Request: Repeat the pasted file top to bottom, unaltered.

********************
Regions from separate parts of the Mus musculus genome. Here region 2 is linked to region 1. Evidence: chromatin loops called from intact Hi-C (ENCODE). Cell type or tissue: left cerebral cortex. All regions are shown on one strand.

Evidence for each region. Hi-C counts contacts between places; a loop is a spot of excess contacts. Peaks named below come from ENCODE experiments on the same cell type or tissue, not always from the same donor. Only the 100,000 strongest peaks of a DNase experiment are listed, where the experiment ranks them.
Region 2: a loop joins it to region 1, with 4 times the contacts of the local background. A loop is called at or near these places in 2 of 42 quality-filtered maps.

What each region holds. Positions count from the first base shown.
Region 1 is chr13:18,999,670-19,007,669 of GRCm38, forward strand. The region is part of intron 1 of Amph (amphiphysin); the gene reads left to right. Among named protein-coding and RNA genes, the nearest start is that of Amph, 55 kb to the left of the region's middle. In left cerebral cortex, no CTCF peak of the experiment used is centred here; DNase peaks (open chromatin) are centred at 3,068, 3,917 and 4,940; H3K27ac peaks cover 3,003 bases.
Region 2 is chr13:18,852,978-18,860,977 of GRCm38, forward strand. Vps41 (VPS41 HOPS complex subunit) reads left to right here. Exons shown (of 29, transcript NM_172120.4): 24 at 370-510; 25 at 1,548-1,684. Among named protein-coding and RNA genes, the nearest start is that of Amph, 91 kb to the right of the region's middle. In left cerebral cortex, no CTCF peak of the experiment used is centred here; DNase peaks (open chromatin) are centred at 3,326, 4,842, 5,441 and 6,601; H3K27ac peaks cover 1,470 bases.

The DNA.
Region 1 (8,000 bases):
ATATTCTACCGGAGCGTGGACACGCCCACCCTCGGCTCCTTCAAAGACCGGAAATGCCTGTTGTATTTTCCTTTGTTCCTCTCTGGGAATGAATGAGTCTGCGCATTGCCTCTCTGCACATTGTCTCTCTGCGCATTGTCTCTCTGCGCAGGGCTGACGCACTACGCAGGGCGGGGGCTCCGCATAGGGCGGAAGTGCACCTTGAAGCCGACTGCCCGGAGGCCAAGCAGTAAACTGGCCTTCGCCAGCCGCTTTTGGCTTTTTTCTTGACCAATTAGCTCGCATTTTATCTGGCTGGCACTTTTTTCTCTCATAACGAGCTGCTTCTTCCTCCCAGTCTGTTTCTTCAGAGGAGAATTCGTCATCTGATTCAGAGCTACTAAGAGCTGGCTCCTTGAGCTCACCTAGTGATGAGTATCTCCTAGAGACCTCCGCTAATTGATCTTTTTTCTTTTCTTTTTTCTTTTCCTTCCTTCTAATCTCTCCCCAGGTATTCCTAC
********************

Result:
Regions from separate parts of the Mus musculus genome. Here region 2 is linked to region 1. Evidence: chromatin loops called from intact Hi-C (ENCODE). Cell type or tissue: left cerebral cortex. All regions are shown on one strand.

Evidence for each region. Hi-C counts contacts between places; a loop is a spot of excess contacts. Peaks named below come from ENCODE experiments on the same cell type or tissue, not always from the same donor. Only the 100,000 strongest peaks of a DNase experiment are listed, where the experiment ranks them.
Region 2: a loop joins it to region 1, with 4 times the contacts of the local background. A loop is called at or near these places in 2 of 42 quality-filtered maps.

What each region holds. Positions count from the first base shown.
Region 1 is chr13:18,999,670-19,007,669 of GRCm38, forward strand. The region is part of intron 1 of Amph (amphiphysin); the gene reads left to right. Among named protein-coding and RNA genes, the nearest start is that of Amph, 55 kb to the left of the region's middle. In left cerebral cortex, no CTCF peak of the experiment used is centred here; DNase peaks (open chromatin) are centred at 3,068, 3,917 and 4,940; H3K27ac peaks cover 3,003 bases.
Region 2 is chr13:18,852,978-18,860,977 of GRCm38, forward strand. Vps41 (VPS41 HOPS complex subunit) reads left to right here. Exons shown (of 29, transcript NM_172120.4): 24 at 370-510; 25 at 1,548-1,684. Among named protein-coding and RNA genes, the nearest start is that of Amph, 91 kb to the right of the region's middle. In left cerebral cortex, no CTCF peak of the experiment used is centred here; DNase peaks (open chromatin) are centred at 3,326, 4,842, 5,441 and 6,601; H3K27ac peaks cover 1,470 bases.

The DNA.
Region 1 (8,000 bases):
ATATTCTACCGGAGCGTGGACACGCCCACCCTCGGCTCCTTCAAAGACCGGAAATGCCTGTTGTATTTTCCTTTGTTCCTCTCTGGGAATGAATGAGTCTGCGCATTGCCTCTCTGCACATTGTCTCTCTGCGCATTGTCTCTCTGCGCAGGGCTGACGCACTACGCAGGGCGGGGGCTCCGCATAGGGCGGAAGTGCACCTTGAAGCCGACTGCCCGGAGGCCAAGCAGTAAACTGGCCTTCGCCAGCCGCTTTTGGCTTTTTTCTTGACCAATTAGCTCGCATTTTATCTGGCTGGCACTTTTTTCTCTCATAACGAGCTGCTTCTTCCTCCCAGTCTGTTTCTTCAGAGGAGAATTCGTCATCTGATTCAGAGCTACTAAGAGCTGGCTCCTTGAGCTCACCTAGTGATGAGTATCTCCTAGAGACCTCCGCTAATTGATCTTTTTTCTTTTCTTTTTTCTTTTCCTTCCTTCTAATCTCTCCCCAGGTATTCCTAC